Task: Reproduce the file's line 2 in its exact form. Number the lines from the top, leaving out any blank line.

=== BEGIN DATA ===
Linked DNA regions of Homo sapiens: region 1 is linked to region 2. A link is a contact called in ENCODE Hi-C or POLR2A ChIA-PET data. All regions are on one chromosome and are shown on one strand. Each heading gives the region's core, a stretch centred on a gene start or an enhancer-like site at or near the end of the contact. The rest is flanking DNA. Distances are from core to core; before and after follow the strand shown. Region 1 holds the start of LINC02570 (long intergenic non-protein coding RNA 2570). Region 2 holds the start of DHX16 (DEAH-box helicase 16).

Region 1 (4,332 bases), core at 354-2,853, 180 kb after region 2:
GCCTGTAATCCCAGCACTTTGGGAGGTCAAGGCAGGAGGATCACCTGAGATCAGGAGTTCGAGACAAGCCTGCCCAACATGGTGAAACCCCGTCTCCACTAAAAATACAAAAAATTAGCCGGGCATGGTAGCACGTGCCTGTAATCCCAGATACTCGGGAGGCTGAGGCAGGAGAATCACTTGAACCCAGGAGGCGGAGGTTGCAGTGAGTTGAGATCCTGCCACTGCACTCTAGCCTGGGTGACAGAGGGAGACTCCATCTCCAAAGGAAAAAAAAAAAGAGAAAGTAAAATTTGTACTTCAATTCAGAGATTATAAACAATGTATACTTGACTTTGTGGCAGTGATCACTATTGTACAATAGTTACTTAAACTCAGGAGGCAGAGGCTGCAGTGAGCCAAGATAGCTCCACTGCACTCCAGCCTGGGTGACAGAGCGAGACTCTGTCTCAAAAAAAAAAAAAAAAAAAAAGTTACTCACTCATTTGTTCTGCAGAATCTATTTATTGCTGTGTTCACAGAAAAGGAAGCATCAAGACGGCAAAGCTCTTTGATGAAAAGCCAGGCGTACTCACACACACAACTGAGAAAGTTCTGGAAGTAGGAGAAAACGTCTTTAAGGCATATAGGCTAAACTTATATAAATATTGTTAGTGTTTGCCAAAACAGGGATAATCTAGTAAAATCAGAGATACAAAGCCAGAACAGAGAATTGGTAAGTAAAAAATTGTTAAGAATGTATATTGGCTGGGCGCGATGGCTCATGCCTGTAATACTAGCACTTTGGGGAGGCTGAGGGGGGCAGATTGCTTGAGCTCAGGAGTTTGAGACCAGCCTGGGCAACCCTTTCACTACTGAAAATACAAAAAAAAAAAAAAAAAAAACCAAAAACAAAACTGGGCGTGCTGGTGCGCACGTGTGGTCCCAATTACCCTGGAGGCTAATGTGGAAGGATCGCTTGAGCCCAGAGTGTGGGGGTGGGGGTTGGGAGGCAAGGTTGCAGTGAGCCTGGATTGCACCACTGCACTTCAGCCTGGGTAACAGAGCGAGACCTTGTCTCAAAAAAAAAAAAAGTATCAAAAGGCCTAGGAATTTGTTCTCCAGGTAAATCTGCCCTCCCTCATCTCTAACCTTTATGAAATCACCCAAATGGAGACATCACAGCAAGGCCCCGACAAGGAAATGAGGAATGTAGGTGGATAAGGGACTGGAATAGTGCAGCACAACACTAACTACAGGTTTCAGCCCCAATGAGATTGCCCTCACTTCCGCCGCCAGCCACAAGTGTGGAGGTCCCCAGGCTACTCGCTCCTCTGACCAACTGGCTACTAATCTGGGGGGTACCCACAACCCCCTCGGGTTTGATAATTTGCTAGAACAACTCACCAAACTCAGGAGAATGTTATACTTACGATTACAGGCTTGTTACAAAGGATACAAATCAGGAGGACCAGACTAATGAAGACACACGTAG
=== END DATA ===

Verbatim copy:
Region 1 (4,332 bases), core at 354-2,853, 180 kb after region 2: